Guardianship occurs when a person is appointed the legal guardian of a minor child. Guardianship can become necessary in a number of circumstances. For example, if both parents are deceased, the minor child would need a legal guardian (for information about how to designate a legal guardian in the event of both parents passing, please see our estate planning section of this website). Other times, family members become legal guardians when parents are unable to act in the children’s best interest. This can occur when a parent is incarcerated, or when they are battling substance abuse issues or mental illness.
Guardianship is not restricted to these scenarios, so it is important that you consult with an attorney regarding your options.
Often issues related to child welfare can only be made by a parent, and without a legal guardianship giving you authority and control, you risk the inability to make decisions for a child, or even have custody of a child. For example, a school can refuse to release a child to you unless they have a copy of the court ordered guardianship on file allowing you to take custody of a child. Or, if you have your grandchild in your care because the parent is abusing drugs, and they come to pick up the child against your will, any police intervention would look to who has the legal authority to have the child in their custody. Legal guardianship is necessary for you to make the financial, educational, and healthcare decisions relating to a child in your care.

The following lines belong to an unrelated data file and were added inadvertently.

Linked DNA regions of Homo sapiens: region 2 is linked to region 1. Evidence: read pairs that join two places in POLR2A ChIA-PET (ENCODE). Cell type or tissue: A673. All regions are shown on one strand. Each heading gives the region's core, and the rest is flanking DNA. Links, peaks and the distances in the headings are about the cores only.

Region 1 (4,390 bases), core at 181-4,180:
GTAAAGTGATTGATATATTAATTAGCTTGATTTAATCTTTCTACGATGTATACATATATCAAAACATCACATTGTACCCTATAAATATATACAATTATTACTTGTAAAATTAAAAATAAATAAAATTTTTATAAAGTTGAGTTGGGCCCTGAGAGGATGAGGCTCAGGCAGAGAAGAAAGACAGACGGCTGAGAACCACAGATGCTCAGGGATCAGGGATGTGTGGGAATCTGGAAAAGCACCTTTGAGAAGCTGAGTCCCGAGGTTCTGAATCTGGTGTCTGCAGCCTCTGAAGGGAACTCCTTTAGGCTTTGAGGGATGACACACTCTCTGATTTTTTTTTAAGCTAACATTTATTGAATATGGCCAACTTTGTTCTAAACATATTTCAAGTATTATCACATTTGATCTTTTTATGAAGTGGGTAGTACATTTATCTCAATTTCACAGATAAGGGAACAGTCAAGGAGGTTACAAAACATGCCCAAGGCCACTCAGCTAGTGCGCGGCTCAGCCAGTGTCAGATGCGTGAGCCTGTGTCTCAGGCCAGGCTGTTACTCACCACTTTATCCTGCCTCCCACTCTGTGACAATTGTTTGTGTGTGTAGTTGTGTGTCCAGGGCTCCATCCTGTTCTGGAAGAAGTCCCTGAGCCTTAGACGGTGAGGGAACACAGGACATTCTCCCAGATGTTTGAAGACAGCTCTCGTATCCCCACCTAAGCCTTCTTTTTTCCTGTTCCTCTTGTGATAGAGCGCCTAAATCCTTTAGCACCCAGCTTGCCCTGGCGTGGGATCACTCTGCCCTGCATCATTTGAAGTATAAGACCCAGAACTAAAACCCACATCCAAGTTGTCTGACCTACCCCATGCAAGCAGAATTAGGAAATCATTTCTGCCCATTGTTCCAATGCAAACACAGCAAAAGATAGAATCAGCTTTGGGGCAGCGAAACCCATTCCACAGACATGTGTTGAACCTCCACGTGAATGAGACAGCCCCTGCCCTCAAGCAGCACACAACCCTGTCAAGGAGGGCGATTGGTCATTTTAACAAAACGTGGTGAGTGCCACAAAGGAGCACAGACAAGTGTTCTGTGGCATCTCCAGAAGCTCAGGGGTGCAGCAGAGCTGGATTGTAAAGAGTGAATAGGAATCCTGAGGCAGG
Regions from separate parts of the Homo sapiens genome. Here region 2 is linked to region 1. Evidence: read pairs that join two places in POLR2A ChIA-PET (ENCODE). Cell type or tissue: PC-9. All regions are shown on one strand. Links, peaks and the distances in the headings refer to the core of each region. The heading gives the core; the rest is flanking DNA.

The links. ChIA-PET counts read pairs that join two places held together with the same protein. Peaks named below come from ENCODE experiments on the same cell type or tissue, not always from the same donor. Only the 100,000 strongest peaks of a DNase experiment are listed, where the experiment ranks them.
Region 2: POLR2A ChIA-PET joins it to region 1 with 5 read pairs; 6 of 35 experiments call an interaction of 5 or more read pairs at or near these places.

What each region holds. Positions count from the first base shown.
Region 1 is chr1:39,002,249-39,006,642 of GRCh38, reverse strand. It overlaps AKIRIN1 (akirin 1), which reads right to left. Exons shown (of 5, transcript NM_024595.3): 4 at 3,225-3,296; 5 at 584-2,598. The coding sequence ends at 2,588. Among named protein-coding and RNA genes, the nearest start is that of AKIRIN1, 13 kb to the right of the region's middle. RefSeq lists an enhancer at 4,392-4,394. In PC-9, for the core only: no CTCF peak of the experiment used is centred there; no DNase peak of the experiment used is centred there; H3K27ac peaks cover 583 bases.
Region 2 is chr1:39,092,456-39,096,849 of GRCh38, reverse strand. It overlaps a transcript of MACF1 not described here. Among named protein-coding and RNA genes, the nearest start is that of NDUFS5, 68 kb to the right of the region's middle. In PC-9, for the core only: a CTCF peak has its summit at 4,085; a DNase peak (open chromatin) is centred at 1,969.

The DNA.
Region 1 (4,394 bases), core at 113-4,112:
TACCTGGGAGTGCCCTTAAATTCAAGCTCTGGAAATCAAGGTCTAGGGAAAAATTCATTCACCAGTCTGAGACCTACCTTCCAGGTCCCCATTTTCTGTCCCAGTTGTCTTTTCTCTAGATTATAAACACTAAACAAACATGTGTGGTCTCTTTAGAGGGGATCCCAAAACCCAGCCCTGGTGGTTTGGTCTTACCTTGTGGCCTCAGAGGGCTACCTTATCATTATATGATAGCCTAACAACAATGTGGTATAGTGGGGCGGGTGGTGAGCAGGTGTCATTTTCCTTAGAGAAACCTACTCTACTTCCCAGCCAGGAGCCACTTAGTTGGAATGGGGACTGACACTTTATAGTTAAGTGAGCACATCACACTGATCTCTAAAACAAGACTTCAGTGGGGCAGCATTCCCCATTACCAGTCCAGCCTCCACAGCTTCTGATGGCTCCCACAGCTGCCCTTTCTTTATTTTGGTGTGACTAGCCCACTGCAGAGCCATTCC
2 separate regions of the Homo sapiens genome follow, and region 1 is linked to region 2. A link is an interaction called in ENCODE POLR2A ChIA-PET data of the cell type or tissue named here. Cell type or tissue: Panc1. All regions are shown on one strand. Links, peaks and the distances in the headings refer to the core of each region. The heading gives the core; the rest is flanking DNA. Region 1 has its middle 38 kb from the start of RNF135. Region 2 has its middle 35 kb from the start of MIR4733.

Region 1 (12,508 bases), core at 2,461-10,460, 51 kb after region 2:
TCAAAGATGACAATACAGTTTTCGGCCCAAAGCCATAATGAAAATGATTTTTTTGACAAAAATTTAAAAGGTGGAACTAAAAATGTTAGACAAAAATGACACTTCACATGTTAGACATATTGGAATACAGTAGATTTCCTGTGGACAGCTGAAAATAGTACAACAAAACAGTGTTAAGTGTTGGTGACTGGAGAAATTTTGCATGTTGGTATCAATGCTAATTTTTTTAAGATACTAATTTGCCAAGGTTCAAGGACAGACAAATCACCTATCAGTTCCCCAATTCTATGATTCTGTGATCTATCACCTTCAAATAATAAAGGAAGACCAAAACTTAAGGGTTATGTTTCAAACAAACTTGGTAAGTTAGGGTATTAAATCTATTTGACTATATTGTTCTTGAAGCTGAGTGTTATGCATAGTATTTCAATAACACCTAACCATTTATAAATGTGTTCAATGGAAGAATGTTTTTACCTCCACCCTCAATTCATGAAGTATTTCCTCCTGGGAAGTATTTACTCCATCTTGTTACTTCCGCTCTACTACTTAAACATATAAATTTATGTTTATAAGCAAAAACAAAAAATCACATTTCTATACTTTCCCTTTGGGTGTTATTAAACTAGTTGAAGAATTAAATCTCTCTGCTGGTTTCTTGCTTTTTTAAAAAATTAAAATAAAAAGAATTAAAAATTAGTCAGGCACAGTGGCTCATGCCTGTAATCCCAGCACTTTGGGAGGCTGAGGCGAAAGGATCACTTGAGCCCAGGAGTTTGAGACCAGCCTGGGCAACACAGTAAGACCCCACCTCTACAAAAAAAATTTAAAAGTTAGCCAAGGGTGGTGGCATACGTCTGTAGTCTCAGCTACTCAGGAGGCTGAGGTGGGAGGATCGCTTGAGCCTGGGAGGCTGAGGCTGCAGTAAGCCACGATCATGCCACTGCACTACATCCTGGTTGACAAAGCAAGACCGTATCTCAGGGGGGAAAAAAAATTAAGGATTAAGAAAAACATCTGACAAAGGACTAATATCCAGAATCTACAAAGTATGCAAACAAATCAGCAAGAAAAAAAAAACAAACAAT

If you need help becoming a legal guardian, please contact our law office at (916) 631-1996 for a free consultation with one of our experienced Folsom guardianship attorneys.